Shadowy exploits of an inner voice, Jyoti Kalsi
25 October 2012
Syrian artist Jaber Al Azmeh’s latest body of work, “Wounds”, expresses the anger, pain, courage and determination of his countrymen who are fighting for their right to freedom and dignity. Cameras have played an important role in recording and transmitting what is happening in Syria. But unlike the pictures of violence and destruction seen in the media, Al Azmeh’s photographic artworks depict the wounds deep within the hearts and minds of the people.
The artist began working on this series during the early days of the revolutionary movement in Syria. As the violence escalated, he had to leave his country for the safety of his family, and his own. But his heart remained with the protesters on the streets. He took inspiration from the stories he heard from those directly involved in the revolution to create images that provide a vivid account of exactly what is happening on the streets, what is going on in the minds of the people, the courage with which they are fighting, and the sacrifices they are making to achieve their goals.
“Leaving Damascus at a time like this was a very difficult decision. I feel like a traitor to the people and to the revolution and carry that guilt with me. But I am trying to contribute to the revolution through this work,” Al Azmeh says.
His abstract recreations of various incidents capture the moment and convey the intense emotions and the spirit of the protesters. All the images feature shadowy figures against a deeply symbolic red background. The artist has used a simple but effective technique to create these images. Taking on the role of the activists, Al Azmeh used an open shutter to photograph himself in many different poses in front of a wall lit by a red flashlight; and the final works, depicting groups of protesters, are composites of these images.
“Many of my friends were involved in the protests and it was amazing to see the fire in their eyes and the positive energy of patriotism that drove them to take immense risks. I did not dare to go out on the streets, but wanted to contribute in some way. When I asked one of my activist friends how I could contribute, he told me that in a revolution nobody can tell anybody else what to do. Every person knows from within how they can help.
“His words spurred me to do something as an artist and I began this series. And I decided to take the risk of displaying the artworks at an exhibition in Damascus and posting them on Facebook, which is closely monitored by the regime,” Al Azmeh says.
The first image he created in this series was of two hands, with one pointing a gun and the other defiantly showing the middle finger. “This image reflected what was happening on the streets. The authorities would shoot at the protesters and the next day there would be many more people on the streets,” he says. A similar work, titled “The Creation of Freedom”, is inspired by Michelangelo’s famous mural, but with blood dripping from the hand of the creator. Another image that he created for an online protest features the slogan “Equality, Dignity, Freedom” being written on a red wall with the flame of a candle held in his hand.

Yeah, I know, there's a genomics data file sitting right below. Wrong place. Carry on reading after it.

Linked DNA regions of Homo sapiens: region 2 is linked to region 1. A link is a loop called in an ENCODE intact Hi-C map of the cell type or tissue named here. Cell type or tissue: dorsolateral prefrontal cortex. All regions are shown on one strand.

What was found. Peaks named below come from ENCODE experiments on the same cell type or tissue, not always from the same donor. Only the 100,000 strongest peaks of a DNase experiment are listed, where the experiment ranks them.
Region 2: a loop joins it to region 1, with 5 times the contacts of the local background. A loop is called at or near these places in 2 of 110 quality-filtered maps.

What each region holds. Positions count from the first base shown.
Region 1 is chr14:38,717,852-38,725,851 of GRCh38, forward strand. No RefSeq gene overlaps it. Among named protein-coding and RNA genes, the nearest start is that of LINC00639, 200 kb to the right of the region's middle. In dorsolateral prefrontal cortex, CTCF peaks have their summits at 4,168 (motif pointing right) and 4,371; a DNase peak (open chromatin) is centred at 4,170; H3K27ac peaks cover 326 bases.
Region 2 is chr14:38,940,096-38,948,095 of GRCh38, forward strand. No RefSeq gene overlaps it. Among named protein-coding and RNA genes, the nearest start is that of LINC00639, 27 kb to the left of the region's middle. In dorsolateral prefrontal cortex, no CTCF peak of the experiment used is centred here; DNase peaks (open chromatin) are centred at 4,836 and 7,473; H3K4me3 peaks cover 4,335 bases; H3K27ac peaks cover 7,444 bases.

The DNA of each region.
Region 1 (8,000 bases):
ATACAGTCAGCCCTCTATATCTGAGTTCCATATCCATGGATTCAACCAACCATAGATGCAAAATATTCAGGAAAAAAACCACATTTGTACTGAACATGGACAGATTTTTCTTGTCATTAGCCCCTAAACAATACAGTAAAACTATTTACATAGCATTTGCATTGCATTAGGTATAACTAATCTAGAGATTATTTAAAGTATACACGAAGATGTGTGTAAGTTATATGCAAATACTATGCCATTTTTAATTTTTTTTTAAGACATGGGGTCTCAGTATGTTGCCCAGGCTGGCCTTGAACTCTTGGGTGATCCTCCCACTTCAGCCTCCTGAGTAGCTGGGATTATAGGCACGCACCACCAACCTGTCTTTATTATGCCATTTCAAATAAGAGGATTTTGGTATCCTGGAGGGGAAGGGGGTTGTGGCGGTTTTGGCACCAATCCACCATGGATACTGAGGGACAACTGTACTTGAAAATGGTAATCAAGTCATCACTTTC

After fleeing from Syria, he started making pieces based on the stories of the unsung heroes of the revolution, such as Al Kashoosh, the famous singer. “He dared to go out on the streets and sing songs against the regime. He inspired thousands of people to follow him and chant along with him. The authorities arrested him, cut his throat and pulled out his vocal cords,” Al Azmeh says. Similarly, “Physician’s Oath” is dedicated to a young doctor who was killed because he had organised a group of doctors to help the injured protesters. And “Rising Once Again” is a tribute to his friend Orwa Al Mokdad.
“Right at the beginning of the revolution, Orwa was caught filming the protests on his mobile phone and was jailed and tortured for 45 days. But he was back on the streets as soon as he was released. Once again, he was almost beaten to death. His friends found him unconscious and bleeding, but within a week he was back on the streets with the revolutionaries,” Al Azmeh says.
In fact, Al Mokdad has written the text that accompanies many of the artworks. It recounts his personal experiences connected with the people and incidents depicted in the images, such as the rows of protesters, swaying in unison, chanting the patriotic slogan, “Heaven”; and the Tsunami of Freedom, a carefully orchestrated protest, which begins with the protesters chanting softly, which gradually gets louder and louder. His powerful words bring alive the passion and fervour of the revolutionaries.
Despite the sadness and pain, Al Azmeh expresses hope for a better future. In “The People”, he shows a tiny, lone figure about to push a huge rock off the cliff. Another work, “Epic”, depicts a group of people struggling against powerful, armed attackers, but refusing to bow down; and “Rapture” shows people dancing in an allusion to the celebrations that everybody is waiting for.
“I know that we will achieve our goal. But I feel sad that my country has been destroyed by the ruthless regime,” he says. “The red background in these images is a symbol of the passion of the revolutionaries and the blood they have shed. But it is also refers to the love that exists between all the people. Although the regime is trying to project our struggle as a religious or sectarian issue, I want to tell the world that the Syrian people are united in this fight for freedom and dignity.”